Their story begins with very bad chili and a dead body.
Thank you so much, Christina, for allowing me to tell your readers about my new release Hidden Gem: the Secret of St. Augustine. In it, the hero uses a book called The Secret: a Treasure Hunt as a guide for his students. The book exists, as does the treasure hunt.
Barnaby and Philo’s story begins with very bad chili and a dead body.
Barnaby is in St. Augustine, Florida, to teach a college seminar, and plans to use The Secret—a treasure hunt book—as a framework for his class. He enlists Philo Brice, owner of an antique map store, to aid him in seeking clues in the historic sites of the ancient city.
Together they face murderers, thieves, thugs, and fanatics, heightening their already strong attraction to each other. Can they solve the puzzle and unearth the treasure before the villains do? Philo and Barnaby pursue several twisting paths and false leads before arriving at a startling conclusion.
Barnaby has each student take a potential site for the hidden treasure to study. They search the Castillo de San Marcos, the Oldest House, and other historic sites of St. Augustine. Barnaby and Philo check out one such site, the Black Raven, a pirate ship. It does not go well.
Excerpt: the Black Raven
Across Avenida Menendez lay the city marina. At the end of one of the floating docks a ship was ablaze with red and green lights. Philo tugged Barnaby’s sleeve. “That’s the Black Raven. Let’s go have a dekko.”
They walked carefully down the dock, compensating for the slight sway caused by the incoming tide. Just as they reached the ship, the lights winked out, leaving the marina in darkness except for the feeble glow of the gibbous moon. Next to the galleon, tied up stern in, was the Queen Anne’s Revenge. “That’s Blackbeard’s flagship.”
“So, do the pirates board the Black Raven and have their way with the wenches?”
“The only wenches on board are pirates too—Lady Red and Georgia Fury—and they aren’t exactly attractive.”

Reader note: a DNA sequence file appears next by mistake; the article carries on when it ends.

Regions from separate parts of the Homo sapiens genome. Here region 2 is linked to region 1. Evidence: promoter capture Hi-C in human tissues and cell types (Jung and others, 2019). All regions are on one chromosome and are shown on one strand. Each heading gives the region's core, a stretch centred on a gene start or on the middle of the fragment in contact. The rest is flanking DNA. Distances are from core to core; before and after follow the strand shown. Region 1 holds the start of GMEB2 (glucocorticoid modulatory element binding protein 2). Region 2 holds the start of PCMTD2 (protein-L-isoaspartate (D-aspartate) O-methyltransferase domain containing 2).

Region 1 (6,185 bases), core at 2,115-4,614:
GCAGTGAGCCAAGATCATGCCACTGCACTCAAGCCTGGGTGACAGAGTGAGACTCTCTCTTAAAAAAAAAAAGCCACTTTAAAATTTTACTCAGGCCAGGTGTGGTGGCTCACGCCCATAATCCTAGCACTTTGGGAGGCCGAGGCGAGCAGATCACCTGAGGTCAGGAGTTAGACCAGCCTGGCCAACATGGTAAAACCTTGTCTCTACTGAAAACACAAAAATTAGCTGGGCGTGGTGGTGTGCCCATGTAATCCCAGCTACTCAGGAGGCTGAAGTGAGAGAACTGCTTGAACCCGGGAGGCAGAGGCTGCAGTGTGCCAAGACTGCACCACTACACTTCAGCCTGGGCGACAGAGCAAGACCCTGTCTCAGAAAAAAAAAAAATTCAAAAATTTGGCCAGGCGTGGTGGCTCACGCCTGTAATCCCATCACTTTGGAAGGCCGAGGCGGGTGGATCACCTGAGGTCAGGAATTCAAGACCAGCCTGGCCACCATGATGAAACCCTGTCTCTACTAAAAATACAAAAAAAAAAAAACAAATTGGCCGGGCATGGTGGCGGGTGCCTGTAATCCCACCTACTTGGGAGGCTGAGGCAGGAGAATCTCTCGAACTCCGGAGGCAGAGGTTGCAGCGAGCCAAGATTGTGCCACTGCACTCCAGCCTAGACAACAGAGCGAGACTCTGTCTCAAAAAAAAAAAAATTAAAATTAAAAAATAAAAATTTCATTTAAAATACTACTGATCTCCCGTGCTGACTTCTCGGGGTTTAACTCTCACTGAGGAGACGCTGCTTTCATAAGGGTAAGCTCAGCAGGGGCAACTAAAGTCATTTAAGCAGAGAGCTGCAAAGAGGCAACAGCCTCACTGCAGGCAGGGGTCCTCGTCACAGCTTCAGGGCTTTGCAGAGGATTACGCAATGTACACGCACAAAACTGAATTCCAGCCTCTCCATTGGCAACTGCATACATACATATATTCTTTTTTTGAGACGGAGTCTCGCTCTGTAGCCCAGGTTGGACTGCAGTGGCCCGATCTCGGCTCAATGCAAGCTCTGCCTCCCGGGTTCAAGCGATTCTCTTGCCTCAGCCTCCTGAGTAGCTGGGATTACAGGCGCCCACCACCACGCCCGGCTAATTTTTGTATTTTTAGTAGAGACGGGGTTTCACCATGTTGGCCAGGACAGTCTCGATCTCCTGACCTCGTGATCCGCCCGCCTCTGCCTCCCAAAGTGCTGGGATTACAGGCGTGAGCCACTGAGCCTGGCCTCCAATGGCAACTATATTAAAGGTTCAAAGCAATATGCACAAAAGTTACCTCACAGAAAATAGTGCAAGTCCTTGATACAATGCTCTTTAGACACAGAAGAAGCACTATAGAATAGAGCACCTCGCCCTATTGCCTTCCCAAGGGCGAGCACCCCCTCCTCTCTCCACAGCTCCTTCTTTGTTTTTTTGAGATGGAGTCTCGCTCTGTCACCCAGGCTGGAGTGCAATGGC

“You mean, no man in his right mind would rip their bodices?”
“Something like that.”
“Darn. I hope there’s at least a mock skirmish.”
Philo tried to remember what the young man had told her. “I’ve never actually gone on the treasure voyage, but—”
“Treasure? Fantastic! Now who did I assign this to?” He snapped his fingers. “Lincoln, that’s it. They have a cocktail cruise, which seemed to attract his notice.”
She looked over the ship. “How do you suppose they have a proper swordfight if everyone’s drunk?”
“ ‘Any damn fool can navigate the world sober. It takes a really good sailor to do it drunk.’ Sir Francis Chichester.”
“Anyway.” Why do I even attempt to have a normal conversation? “Blackbeard arrives on the Queen Anne’s Revenge and boards the Black Raven. He steals their treasure chest and makes off with it. The captain orders the crew—which consists of a couple of college kids on summer break and the paying passengers—to chase him and retrieve it. Which they do.”
“And what happens to the redoubtable Blackbeard?”
“I think they make him walk the plank. Or…” She stopped to think. Behind her came a splash. She whirled around. “What was that?”
“It came from the port side.” Barnaby walked past the ship’s stern and peered into the water. “Probably just a fish jumping.”
“It sounded awfully big.”
“A big fish then.”
Philo scanned the deck. “Someone’s up there. I saw a shadow against the moon.” She yelled, “Hi there!”
There was no answer, but they heard a bang and another crash. Barnaby ran around to the starboard side. Philo caught up with him. He stood, facing the darkness. “Nothing.”
They waited for a few minutes, but all was still. Finally Philo said, “Must be a crew member preparing for tomorrow.”
“Okay. Come on.”
As he took her hand, she pulled back. “There it is again!”
Before Barnaby could respond, a whistling noise rent the air. A large iron ball attached to a thick rope came swishing down from the mast and crashed at their feet. The entire dock vibrated. Barnaby jumped to one side, but he must have slipped on the decking, for he fell, landing hard. As Philo reached for him, he slid off the slick surface and into the dark water. “Barnaby!”
About the Author
Librarian, anthropologist, Congressional aide, speechwriter—M. S. Spencer has traveled the globe. She has published fifteen romantic suspense or murder mystery novels, with two more on the way. She has two fabulous grown children and an incredible granddaughter. She divides her time between the Gulf Coast of Florida and a tiny village in Maine.